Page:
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People wear face masks as they walk along a street in Montreal, Saturday, Aug. 22, 2020.Graham Hughes/The Canadian Press

There is no province in Canada that has done a perfect job of limiting the spread of the COVID-19 virus. But there is one province that stands out as having done the least perfect job of all, and that is Quebec.

As of Tuesday, Quebec had recorded 724 confirmed cases of COVID-19 per 100,000 people. The national average is 332 per 100,000. The province with the next highest rate, Alberta, stood at 295 on Tuesday.

The same gaps exist in the number of deaths per capita. Quebec has had 67 deaths per 100,000 people – one of the highest death rates in the world, and well above Italy, Spain or the United States. The next highest province, Ontario, is at 19 deaths per 100,000.

It may not be entirely fair to compare across jurisdictions, but Quebec Premier François Legault has invited such scrutiny by resorting to divisive tactics to distract from the painful reality of the crisis in his province.

Last week, he once again accused the veteran health reporter at The Gazette, Montreal’s English-language daily newspaper, of being biased. It was the third time he has claimed that Aaron Derfel is trying to undermine his government with false reporting.

The Premier also said that, if anglophones in Quebec are more worried about catching COVID-19 than francophones, as at least one poll suggests, it must be because they are spending their time reading Mr. Derfel’s tweets and watching CNN and other American news channels.

Attacking journalists and taking cheap shots at a minority group is no way to address a crisis that has claimed the lives of more than 5,700 Quebeckers. Columnists in the province’s French-language newspapers have rightfully pilloried Mr. Legault for trying to shoot the messenger.

Mr. Legault’s tactic has backfired in another way, too, by shining a spotlight on his government’s handling of the crisis. It’s fair to say the Premier has not had a good pandemic.

Not that it’s entirely his government’s fault. Quebec had the misfortune of scheduling its annual school spring break in late February, a week ahead of the rest of the country. Many Quebeckers holidayed in the United States and Europe just as the pandemic was picking up steam. Some experts believe Quebec’s early spike in cases was mostly bad luck.

But the curve of new cases continued to climb after lockdown was imposed in March. And Quebec’s outbreaks in long-term care homes were bigger, longer and deadlier than anywhere else in Canada.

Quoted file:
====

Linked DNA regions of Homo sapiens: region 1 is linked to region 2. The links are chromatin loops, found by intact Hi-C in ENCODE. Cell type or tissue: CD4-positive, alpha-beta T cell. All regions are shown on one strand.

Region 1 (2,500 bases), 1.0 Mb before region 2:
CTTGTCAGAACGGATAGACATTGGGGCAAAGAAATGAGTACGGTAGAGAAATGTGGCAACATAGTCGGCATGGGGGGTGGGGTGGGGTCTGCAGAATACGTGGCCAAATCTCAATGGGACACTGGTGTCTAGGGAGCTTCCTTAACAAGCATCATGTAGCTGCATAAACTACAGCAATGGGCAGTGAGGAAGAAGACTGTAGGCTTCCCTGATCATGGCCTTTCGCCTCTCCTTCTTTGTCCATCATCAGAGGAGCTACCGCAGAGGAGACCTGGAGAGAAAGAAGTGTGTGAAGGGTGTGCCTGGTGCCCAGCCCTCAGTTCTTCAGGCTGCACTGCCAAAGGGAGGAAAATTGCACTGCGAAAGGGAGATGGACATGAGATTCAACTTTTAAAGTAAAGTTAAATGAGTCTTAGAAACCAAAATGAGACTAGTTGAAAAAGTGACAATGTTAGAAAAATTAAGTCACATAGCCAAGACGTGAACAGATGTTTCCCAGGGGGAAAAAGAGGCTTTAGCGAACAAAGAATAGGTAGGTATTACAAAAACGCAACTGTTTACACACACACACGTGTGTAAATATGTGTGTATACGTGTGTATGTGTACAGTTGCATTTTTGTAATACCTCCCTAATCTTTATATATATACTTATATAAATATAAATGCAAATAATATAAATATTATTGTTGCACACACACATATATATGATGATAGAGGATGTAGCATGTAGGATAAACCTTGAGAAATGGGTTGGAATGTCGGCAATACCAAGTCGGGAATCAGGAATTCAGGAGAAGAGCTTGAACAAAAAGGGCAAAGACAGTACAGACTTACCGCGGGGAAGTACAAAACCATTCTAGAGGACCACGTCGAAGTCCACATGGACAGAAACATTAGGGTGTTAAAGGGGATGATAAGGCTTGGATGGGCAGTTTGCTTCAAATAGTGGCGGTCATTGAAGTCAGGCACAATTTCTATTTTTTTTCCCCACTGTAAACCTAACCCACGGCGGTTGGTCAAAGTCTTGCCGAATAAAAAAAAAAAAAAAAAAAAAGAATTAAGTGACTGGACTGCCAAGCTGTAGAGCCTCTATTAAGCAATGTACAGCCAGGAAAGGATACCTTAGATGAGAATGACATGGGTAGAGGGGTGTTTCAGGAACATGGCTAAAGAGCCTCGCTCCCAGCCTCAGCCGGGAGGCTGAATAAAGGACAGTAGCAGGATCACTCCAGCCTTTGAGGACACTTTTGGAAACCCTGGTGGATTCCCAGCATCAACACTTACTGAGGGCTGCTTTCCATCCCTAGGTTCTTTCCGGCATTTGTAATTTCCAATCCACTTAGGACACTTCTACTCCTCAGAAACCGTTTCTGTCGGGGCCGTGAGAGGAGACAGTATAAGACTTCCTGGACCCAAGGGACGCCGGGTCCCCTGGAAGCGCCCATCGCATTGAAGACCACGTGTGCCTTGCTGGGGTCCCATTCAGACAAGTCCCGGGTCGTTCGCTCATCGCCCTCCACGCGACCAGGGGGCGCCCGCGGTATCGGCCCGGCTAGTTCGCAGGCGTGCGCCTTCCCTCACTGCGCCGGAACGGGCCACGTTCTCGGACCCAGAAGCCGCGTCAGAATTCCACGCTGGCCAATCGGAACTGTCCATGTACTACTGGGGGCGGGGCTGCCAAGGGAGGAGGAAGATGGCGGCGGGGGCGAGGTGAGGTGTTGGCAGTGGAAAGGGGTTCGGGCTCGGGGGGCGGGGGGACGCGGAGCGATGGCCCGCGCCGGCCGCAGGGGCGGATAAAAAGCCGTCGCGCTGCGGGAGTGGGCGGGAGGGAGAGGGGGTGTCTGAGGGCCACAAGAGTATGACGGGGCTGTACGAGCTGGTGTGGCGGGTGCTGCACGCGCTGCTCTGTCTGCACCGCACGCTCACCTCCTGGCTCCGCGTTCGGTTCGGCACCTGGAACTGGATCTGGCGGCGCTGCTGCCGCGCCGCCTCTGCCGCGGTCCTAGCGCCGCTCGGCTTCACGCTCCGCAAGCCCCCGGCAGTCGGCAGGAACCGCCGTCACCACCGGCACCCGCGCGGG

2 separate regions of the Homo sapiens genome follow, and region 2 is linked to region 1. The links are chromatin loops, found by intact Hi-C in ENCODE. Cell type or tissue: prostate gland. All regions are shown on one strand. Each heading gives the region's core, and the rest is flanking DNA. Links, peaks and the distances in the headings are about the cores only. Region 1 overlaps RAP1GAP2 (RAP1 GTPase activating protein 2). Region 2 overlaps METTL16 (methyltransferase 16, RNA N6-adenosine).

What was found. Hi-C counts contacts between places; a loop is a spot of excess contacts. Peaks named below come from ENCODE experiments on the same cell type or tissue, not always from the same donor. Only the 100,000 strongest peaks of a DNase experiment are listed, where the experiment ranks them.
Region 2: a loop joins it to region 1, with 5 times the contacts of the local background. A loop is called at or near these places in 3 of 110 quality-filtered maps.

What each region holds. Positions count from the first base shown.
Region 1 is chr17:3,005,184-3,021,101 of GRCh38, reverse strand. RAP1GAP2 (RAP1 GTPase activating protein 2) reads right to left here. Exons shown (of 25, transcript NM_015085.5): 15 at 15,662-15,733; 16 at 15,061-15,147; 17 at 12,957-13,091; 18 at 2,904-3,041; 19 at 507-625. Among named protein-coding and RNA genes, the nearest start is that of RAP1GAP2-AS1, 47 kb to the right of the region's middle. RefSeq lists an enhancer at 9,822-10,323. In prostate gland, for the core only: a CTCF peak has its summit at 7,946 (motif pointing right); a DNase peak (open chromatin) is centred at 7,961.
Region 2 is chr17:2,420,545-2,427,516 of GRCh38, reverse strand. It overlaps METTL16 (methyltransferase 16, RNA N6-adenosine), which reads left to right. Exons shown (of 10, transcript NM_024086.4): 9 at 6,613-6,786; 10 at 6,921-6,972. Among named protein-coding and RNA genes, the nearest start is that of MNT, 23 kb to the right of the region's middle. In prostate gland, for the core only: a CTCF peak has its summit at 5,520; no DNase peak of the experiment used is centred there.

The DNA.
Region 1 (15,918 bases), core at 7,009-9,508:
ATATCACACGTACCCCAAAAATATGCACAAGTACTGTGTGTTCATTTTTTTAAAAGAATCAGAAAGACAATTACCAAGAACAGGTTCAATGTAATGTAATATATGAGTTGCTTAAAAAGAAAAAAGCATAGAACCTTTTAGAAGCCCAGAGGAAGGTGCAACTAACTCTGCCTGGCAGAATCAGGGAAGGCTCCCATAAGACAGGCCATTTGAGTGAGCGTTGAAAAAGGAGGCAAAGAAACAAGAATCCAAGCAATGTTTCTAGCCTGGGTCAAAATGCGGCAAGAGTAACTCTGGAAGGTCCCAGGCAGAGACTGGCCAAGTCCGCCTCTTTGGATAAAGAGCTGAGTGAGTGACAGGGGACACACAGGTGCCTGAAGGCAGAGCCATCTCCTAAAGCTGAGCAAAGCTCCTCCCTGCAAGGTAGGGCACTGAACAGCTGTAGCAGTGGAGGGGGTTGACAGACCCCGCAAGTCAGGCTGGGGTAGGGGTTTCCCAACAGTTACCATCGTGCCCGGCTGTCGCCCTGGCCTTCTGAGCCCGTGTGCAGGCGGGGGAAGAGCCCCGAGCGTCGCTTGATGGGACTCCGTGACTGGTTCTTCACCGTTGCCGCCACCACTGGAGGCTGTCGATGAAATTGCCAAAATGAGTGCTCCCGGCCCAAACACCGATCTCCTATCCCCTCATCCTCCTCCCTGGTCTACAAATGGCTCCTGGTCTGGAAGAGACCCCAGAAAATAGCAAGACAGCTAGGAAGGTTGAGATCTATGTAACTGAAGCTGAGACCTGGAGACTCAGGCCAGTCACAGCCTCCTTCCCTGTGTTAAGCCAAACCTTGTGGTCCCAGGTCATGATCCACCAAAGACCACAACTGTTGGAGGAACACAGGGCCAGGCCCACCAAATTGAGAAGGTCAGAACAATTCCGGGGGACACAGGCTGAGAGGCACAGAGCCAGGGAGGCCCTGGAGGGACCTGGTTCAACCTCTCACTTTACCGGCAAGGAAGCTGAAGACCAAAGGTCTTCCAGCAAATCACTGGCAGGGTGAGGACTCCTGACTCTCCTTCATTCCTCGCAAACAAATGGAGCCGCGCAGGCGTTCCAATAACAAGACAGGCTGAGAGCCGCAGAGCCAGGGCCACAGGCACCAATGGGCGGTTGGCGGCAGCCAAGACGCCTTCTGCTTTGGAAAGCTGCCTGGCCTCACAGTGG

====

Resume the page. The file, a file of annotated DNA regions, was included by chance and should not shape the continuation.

The government’s most glaring misstep occurred on June 24, a provincial holiday, when Quebec’s public-health agency announced it would no longer release data about new cases and deaths on a daily basis – a practice common around the world – and would instead only make them public once a week.

The surprise decision came after Horacio Arruda, Quebec’s chief public-health officer, attended a provincial cabinet meeting at which the issue was discussed, raising concerns that Dr. Arruda had yielded to demands from the Legault government.

Dr. Arruda denied there was any political interference. But three days later, after much criticism from epidemiologists and francophone commentators, the decision was reversed.

In the midst of all that, Mr. Legault demoted his health minister, Danielle McCann, and replaced her with Treasury Board president Christian Dubé.

Firing your lead minister in the middle of a major crisis is never a good look, but Mr. Legault was reportedly fed up with the endless bad news battering his government.

The government has also come under fire for reopening bars in late June, causing a fresh spike in cases, and for raising the maximum number of people at an indoor public gathering to 250 from 50 as of Aug. 3, a move that has backfired in European countries and many American states.

This week it’s the government’s back-to-school plan that is drawing fire. Unlike most other provinces, Quebec students will not have to wear masks or physically distance in classrooms. And parents will not have the option of keeping their children at home to learn remotely, unless they provide a “valid medical note.”

Mr. Legault is not the only premier facing tough questions about their handling of the COVID-19 pandemic. But he’s the only one trying to make a farce of this tragedy, by blaming a reporter for reporting the news.

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